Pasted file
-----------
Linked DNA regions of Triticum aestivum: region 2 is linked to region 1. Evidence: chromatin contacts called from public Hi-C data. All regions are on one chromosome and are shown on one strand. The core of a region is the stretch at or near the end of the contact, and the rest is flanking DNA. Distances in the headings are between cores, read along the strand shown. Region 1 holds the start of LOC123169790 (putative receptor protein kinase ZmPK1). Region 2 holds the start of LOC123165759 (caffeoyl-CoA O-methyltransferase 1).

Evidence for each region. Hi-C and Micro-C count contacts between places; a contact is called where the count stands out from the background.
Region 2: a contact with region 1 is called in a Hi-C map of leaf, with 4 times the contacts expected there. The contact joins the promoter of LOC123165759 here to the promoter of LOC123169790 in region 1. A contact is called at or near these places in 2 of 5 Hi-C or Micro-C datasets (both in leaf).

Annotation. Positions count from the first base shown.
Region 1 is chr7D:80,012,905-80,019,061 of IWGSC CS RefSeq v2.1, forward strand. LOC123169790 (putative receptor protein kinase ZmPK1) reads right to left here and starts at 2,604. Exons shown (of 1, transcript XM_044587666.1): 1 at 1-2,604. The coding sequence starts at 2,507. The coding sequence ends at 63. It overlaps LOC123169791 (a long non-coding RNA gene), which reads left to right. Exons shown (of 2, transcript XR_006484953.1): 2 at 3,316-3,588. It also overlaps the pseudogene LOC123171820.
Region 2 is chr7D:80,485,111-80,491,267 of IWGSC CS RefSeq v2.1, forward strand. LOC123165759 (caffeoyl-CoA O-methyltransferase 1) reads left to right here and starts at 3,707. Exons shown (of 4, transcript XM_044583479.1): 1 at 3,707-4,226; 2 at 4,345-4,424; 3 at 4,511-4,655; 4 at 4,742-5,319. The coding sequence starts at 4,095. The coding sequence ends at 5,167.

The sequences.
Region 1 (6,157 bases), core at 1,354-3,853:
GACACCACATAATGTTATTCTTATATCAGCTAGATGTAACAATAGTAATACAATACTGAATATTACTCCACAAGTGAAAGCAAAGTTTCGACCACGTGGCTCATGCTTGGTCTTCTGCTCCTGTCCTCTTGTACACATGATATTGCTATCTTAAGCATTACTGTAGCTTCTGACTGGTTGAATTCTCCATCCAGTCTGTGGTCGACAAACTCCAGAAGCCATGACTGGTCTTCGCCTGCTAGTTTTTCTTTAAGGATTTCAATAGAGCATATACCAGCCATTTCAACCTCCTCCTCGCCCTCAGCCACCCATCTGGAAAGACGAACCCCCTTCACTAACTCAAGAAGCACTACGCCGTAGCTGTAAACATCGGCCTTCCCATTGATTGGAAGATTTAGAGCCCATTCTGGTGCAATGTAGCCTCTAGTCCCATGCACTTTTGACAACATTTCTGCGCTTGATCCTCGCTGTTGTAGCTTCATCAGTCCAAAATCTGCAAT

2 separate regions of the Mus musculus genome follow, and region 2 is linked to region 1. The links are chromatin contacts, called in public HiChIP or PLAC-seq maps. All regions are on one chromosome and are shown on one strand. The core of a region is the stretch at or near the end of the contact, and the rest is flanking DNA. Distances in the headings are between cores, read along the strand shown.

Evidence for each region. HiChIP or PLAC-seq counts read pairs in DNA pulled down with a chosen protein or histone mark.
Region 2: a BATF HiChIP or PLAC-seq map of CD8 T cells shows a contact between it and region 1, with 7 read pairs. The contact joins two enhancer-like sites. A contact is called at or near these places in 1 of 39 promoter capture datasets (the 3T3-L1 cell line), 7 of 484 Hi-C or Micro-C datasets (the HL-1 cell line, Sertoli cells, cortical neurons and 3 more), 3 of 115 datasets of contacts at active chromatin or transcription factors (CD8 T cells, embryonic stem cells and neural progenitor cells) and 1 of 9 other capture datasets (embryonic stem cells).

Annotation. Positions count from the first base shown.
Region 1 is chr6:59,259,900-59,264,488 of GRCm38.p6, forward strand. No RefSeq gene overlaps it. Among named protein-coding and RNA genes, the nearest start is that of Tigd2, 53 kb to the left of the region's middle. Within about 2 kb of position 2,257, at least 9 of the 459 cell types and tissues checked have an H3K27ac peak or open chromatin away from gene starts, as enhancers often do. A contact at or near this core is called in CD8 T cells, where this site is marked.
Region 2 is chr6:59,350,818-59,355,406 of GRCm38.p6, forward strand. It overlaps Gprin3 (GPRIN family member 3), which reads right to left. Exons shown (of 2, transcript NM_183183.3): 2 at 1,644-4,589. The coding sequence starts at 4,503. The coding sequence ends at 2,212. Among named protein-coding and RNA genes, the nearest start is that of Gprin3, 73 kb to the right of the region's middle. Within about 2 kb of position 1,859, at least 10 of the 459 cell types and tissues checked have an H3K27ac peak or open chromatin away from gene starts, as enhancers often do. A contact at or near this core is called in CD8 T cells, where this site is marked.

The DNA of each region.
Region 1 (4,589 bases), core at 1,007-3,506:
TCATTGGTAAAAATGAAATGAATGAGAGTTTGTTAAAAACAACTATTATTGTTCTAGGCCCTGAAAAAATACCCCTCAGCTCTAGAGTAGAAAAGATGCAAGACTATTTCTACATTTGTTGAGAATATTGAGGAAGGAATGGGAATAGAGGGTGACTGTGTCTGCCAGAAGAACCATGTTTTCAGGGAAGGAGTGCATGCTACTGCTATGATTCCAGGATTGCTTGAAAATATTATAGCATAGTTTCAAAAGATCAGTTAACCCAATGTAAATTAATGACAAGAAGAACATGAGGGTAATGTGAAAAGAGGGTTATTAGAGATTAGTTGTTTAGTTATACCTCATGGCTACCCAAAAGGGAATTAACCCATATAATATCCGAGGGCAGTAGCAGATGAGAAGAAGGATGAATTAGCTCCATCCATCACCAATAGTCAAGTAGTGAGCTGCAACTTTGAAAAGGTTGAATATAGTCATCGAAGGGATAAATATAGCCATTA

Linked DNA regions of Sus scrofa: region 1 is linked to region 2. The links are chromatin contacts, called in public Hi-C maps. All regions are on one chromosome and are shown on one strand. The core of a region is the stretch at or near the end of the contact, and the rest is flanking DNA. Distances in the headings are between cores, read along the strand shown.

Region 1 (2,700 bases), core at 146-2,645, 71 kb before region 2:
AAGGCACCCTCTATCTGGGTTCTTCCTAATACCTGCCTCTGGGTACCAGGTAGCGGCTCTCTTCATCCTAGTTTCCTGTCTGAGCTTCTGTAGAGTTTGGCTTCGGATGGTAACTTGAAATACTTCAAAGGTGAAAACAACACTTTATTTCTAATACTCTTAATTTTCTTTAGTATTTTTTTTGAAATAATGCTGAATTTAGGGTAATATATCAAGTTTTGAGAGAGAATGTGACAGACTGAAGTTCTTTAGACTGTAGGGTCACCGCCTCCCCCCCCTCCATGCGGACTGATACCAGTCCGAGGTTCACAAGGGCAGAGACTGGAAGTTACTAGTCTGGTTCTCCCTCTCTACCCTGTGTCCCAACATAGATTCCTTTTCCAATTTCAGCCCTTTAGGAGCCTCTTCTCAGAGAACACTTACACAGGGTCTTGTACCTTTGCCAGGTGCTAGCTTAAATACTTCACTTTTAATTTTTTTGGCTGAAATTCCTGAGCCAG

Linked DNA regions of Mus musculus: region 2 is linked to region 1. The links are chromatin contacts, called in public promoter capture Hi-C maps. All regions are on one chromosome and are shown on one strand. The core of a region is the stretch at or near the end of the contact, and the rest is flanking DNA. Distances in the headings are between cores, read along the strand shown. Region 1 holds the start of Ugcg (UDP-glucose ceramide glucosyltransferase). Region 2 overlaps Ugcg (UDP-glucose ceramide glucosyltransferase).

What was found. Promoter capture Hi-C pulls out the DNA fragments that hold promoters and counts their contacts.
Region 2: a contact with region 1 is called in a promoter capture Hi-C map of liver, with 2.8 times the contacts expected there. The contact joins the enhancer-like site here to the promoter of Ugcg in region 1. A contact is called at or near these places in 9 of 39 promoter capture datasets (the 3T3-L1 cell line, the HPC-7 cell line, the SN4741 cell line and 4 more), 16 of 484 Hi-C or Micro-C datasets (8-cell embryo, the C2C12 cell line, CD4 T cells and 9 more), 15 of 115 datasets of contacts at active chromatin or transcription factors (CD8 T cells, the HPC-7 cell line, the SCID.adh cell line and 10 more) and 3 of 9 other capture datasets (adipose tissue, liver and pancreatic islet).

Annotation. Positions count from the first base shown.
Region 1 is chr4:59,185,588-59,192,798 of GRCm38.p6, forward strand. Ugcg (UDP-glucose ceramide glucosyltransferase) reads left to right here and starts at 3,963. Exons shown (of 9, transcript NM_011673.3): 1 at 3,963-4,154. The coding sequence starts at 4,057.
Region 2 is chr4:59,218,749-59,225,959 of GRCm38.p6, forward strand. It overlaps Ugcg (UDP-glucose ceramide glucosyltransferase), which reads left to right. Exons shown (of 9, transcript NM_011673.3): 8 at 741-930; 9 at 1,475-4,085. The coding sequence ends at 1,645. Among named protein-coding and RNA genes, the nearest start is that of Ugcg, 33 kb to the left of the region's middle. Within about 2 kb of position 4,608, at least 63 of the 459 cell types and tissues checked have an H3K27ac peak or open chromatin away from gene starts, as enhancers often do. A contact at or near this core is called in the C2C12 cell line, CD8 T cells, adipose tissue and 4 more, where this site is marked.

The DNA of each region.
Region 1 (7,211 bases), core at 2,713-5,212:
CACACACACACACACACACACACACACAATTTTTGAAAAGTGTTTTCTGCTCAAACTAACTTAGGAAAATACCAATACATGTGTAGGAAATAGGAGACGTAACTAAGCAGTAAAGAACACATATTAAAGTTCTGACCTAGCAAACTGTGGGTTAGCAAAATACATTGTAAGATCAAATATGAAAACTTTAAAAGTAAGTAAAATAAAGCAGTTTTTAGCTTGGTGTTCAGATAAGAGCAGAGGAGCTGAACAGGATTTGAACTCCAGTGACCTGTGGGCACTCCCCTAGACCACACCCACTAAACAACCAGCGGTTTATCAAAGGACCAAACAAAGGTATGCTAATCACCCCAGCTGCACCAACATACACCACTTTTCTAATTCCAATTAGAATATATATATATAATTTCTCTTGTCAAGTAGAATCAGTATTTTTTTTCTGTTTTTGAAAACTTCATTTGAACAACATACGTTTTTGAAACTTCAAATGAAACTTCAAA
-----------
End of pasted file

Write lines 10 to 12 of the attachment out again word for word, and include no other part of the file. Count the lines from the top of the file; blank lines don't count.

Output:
2 separate regions of the Mus musculus genome follow, and region 2 is linked to region 1. The links are chromatin contacts, called in public HiChIP or PLAC-seq maps. All regions are on one chromosome and are shown on one strand. The core of a region is the stretch at or near the end of the contact, and the rest is flanking DNA. Distances in the headings are between cores, read along the strand shown.

Evidence for each region. HiChIP or PLAC-seq counts read pairs in DNA pulled down with a chosen protein or histone mark.
Region 2: a BATF HiChIP or PLAC-seq map of CD8 T cells shows a contact between it and region 1, with 7 read pairs. The contact joins two enhancer-like sites. A contact is called at or near these places in 1 of 39 promoter capture datasets (the 3T3-L1 cell line), 7 of 484 Hi-C or Micro-C datasets (the HL-1 cell line, Sertoli cells, cortical neurons and 3 more), 3 of 115 datasets of contacts at active chromatin or transcription factors (CD8 T cells, embryonic stem cells and neural progenitor cells) and 1 of 9 other capture datasets (embryonic stem cells).